In an age when mobile photography is more popular than it ever has been before, the quality of photos taken on leading mobile devices like the iPhone 5s and Galaxy S5 continues to impress. At the same time, however, there is still a huge disparity between photos taken by smartphones and images captured by dedicated compact cameras.
Or is there?
Because mobile photography has become so popular, a new category of smartphones has emerged. Made up of just a handful of high-end handsets like the Nokia Lumia 1020 and the Samsung Galaxy S4 zoom, this new breed of camera phones tries to come as close as possible to providing the quality and experience we might expect from a dedicated camera.
And now, these next-generation camera phones have a new king: The Samsung Galaxy K zoom.
Samsung’s second crack at a modern “phone camera” is based on its popular Galaxy S5, but it has been broken off into the new Galaxy K category. Regardless of the phone’s name, the experience it provides is very similar to the one enjoyed on Samsung’s flagship phone. The key difference, of course, is the camera.
The Galaxy K zoom is a smartphone first and a camera second, according to Samsung. If you ask us, however, there is one reason and only one reason to consider purchasing this phone, and that’s the camera. The K zoom is thicker than the S5, it’s heavier and it has a lower-resolution display. The only area where the K zoom tops the S5 — by a mile, we might add — is where the camera is concerned.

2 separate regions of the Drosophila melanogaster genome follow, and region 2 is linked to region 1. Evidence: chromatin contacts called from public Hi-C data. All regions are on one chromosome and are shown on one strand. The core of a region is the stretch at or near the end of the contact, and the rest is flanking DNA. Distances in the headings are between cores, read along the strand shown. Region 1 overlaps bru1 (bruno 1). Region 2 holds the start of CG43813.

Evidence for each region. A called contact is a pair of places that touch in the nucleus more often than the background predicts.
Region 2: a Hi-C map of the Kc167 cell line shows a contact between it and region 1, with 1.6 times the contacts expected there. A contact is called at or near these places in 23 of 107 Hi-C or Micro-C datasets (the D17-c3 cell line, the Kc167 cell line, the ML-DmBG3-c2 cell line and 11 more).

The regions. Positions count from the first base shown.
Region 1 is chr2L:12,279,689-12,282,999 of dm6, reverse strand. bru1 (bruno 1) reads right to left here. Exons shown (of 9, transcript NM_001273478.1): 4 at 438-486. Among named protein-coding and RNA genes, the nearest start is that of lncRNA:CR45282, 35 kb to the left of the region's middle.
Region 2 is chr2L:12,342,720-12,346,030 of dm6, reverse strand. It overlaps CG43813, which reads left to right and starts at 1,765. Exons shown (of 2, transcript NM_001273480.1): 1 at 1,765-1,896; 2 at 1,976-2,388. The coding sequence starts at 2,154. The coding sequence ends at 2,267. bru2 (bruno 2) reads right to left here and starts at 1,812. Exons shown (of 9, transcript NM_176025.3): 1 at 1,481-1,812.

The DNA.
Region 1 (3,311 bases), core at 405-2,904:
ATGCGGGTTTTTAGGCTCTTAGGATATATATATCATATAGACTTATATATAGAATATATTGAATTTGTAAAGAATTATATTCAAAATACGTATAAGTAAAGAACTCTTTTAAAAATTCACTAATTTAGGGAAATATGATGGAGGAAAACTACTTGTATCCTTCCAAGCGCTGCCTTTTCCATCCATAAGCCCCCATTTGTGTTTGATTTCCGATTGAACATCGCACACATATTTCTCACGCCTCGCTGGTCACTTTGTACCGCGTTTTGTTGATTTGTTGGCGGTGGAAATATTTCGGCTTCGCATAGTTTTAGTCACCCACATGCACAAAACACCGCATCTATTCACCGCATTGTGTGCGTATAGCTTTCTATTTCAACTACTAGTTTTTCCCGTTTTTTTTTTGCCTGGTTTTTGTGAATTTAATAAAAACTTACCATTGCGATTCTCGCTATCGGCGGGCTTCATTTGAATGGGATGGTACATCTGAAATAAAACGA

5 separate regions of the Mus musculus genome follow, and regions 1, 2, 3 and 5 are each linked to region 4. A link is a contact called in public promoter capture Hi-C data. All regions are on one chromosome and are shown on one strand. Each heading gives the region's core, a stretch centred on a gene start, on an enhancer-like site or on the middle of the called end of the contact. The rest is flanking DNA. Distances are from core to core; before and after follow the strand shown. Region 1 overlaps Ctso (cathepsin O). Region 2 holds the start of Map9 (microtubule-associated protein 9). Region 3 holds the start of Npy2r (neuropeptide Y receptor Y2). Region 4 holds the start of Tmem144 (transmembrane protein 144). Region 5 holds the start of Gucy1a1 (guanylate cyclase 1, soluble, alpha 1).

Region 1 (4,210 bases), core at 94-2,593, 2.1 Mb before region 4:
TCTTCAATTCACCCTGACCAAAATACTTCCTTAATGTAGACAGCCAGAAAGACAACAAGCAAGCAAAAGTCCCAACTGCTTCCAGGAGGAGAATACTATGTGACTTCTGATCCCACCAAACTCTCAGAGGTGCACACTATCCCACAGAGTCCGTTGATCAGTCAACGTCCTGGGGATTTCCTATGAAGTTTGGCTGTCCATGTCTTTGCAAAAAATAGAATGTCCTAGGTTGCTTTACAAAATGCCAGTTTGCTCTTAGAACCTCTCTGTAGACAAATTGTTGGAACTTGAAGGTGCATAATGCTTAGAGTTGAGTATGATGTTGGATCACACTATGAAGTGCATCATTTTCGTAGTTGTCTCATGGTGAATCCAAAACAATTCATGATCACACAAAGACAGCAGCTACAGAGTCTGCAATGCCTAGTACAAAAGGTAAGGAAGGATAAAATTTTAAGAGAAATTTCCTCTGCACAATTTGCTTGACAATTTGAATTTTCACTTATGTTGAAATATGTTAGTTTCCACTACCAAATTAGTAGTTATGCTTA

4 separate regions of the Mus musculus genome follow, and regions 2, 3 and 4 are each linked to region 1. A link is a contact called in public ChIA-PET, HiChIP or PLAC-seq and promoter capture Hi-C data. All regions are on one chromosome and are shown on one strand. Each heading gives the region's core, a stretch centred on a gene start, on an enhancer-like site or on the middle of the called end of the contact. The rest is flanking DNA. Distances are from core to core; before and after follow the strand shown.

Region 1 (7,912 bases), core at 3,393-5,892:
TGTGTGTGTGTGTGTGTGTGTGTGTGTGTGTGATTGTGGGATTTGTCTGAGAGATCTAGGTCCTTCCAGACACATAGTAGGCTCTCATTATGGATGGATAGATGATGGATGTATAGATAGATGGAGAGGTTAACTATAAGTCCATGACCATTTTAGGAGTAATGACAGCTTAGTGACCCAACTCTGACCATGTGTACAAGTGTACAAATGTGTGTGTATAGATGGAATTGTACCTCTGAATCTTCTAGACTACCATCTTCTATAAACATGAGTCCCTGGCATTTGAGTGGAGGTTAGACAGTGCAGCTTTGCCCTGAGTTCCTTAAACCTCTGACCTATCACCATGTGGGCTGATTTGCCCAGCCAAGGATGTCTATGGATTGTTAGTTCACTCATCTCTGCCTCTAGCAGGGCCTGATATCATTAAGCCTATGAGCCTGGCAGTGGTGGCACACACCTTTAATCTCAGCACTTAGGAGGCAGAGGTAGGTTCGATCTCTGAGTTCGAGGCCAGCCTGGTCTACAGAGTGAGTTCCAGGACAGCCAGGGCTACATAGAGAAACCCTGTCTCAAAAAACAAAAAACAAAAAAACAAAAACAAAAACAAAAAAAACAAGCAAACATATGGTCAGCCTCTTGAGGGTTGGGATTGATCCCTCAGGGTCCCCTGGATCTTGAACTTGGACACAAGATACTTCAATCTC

Samsung’s new phone camera features a 20.7 megapixel sensor with optical image stabilization, a xenon flash and support for 1080p video capture at 60 fps. It also features a retractable lens system with nine elements that supports 10x optical zoom.
Not digital zoom… 10x optical zoom.
As you might assume, the Galaxy K zoom is packed full of features and manually adjustable settings that advanced users will love, but it also has plenty of nifty camera value-adds that casual mobile photogs will enjoy. Examples include “Pro Suggest,” which suggests appropriate camera settings configurations in real time based on the user’s surroundings (custom configurations can also be saved and shared in an online marketplace); live object tracking, which will constantly adjust the camera’s focus as it follows a moving object; and “Selfie Alarm,” which helps users take full 20-megapixel selfies using the rear camera.
To elaborate briefly on the Selfie Alarm feature, it lets user mark an area on the display where his or her face should be positioned in a selfie. The phone can then be turned around and it will beep more rapidly as the position of the user’s face gets closer to the area designated in the first step. Once the user’s face is positioned perfectly, the phone will automatically capture a selfie.
Beyond the camera features, the Galaxy K zoom is full-featured modern smartphone in a big, fat case.
The device is 20.2 millimeters thick, with is very big for a smartphone but not bad at all when the camera features are taken into account. The device’s thin plastic housing also keeps the weight down to 200 grams despite the added bulk.
In terms of specs, we’re looking at a Samsung Exynos hexa-core processor that combines a 1.3GHz quad-core chipset and a 1.7GHz dual-core processor, as well as a 4.8-inch Super AMOLED display with 720p resolution, 2GB of RAM, 8GB or 16GB of internal storage, microSDXC support up to 64GB, a 2,430 mAh battery and Android 4.4 KitKat.
Samsung plans to begin rolling out the Galaxy K zoom in various Asian and European markets beginning early next month, though no pricing details have been announced at this point.
For the time being, Samsung has no plans to launch its new K zoom in the United States.